Being a developer is committing to a lifetime of learning new skills. Over the past few weeks, I’ve been working on grokking cloud architecture on Azure. Like many devs on the Microsoft stack, I’ve played around with Azure. I built a few resources and watched some demos, but until recently, I hadn’t taken the time to really invest in the skill set. I never felt like I had a good understanding of Azure as a whole. In this post, I’m going to talk about my experiences learning about Azure over the past few weeks.
The toughest part of learning Azure is that it’s huge. “The cloud” is nebulous by definition, and Azure doesn’t disappoint. Azure isn’t a single thing, but collection of many different products and services. This abundance makes it tough to get started.
When thinking about Azure, you can divide the services into a few large buckets.
Here’s a high level overview of what’s in Azure:
In Azure, you can build virtual machines, virtual networks, load balancers, and other virtual appliances. If it exists in a data center, you can probably make one in Azure.
App services host specific kinds of applications without the need to configure servers. You usually run these on top of VMs, but you don’t need to configure them. You just pay for the compute resources. Azure has app services for web applications, apis, mobile apps, and functions.
Azure has several services that support security and identity. This includes several flavors of Active Directory and Key Vault, which stores application secrets. Azure also has several different mechanisms to scan for security issues.
If you have data, Azure can store in a ton of different ways. You have your basic storage accounts, which can hold blobs, queues, files, and json objects. You also have Azure SQL Server and several other hosted SQL databases (including Postgres and MySql). If you need worldwide scale, you can use Cosmos DB. Azure also has a pile of big data tools like HDInsight and Stream Analytics.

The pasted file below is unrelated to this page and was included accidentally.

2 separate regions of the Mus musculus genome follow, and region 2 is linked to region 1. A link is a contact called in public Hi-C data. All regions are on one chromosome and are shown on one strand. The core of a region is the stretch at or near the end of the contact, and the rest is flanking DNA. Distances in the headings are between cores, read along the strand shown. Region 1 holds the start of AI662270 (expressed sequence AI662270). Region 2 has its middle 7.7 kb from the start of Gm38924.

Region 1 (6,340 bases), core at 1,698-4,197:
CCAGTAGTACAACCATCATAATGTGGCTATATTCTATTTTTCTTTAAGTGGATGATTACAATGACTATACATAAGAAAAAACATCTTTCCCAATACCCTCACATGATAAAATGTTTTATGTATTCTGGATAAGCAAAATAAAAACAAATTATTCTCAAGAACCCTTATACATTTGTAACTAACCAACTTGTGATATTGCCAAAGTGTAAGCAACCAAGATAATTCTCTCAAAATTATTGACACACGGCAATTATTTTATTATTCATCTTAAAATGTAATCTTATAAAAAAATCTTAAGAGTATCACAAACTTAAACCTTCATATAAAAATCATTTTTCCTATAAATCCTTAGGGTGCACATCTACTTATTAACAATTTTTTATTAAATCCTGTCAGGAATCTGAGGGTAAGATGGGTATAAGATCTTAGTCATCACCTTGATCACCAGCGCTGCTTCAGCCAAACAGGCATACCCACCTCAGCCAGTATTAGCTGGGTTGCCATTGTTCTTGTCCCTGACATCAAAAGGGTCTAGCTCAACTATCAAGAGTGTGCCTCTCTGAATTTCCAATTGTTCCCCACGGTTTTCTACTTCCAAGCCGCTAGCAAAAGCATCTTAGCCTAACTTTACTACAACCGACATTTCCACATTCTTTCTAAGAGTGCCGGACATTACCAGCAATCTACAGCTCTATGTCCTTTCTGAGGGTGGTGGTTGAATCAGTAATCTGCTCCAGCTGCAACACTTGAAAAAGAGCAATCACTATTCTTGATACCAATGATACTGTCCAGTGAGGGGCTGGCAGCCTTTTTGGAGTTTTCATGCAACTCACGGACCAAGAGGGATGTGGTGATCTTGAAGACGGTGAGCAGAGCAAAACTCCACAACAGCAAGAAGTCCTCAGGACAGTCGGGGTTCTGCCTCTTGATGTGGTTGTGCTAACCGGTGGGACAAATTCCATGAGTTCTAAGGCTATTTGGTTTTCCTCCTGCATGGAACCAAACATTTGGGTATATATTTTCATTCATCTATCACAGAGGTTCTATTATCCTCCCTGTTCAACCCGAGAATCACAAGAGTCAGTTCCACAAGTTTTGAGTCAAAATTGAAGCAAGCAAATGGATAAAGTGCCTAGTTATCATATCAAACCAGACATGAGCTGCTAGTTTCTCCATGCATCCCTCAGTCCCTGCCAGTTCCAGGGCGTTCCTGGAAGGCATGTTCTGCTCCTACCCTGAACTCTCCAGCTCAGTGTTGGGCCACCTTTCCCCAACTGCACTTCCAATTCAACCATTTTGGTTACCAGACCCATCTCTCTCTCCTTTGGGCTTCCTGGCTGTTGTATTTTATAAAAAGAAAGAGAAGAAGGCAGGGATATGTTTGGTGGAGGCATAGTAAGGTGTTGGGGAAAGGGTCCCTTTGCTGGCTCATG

Azure has a lot of APIs you can take advantage of in your applications. This includes things like Cognitive Services, Notification Hubs, and Multifactor Authentication. You can leverage these tools to shortcut things you used to have to do yourself.
This is by no means an exhaustive list. Azure updates constantly and new offerings are added all the time.
To help navigate this landscape, I chose to base my studying on the Microsoft Azure certifications. While I still haven’t convinced myself to take the actual exams, the exam outline is a useful map for learning. I’ve always been on the fence about the actual value of developer certifications. Much of what’s covered is stuff that’s easy to look up in the docs and developer certs lack the clout of networking certifications. Software also changes so fast that certs tend to either rapidly expire or are out of date. Azure certifications update every three months, which makes it hard to find solid resources. Regardless of the value of the certifications, the outlines are useful.
Here’s the two certs I looked at
I began by working my way through a 70-532 course on Udemy. I watched all the videos and built plenty of demos while going along with the course. The course claims to prepare you for the exam, but it doesn’t some close to the level of detail you’d need. It’s an OK overview, but the more I learned about Azure, the more I felt like this course was a waste of my time.
After reviewing some other courses from Udemy, I found the platform to be hit-and-miss. Udemy also has a pretty serious piracy problem where pirates will steal courses from other people and host them on Udemy. While the Azure course I saw was decent, I can’t recommend using Udemy as a first rate source for developer content.
Here’s the course I used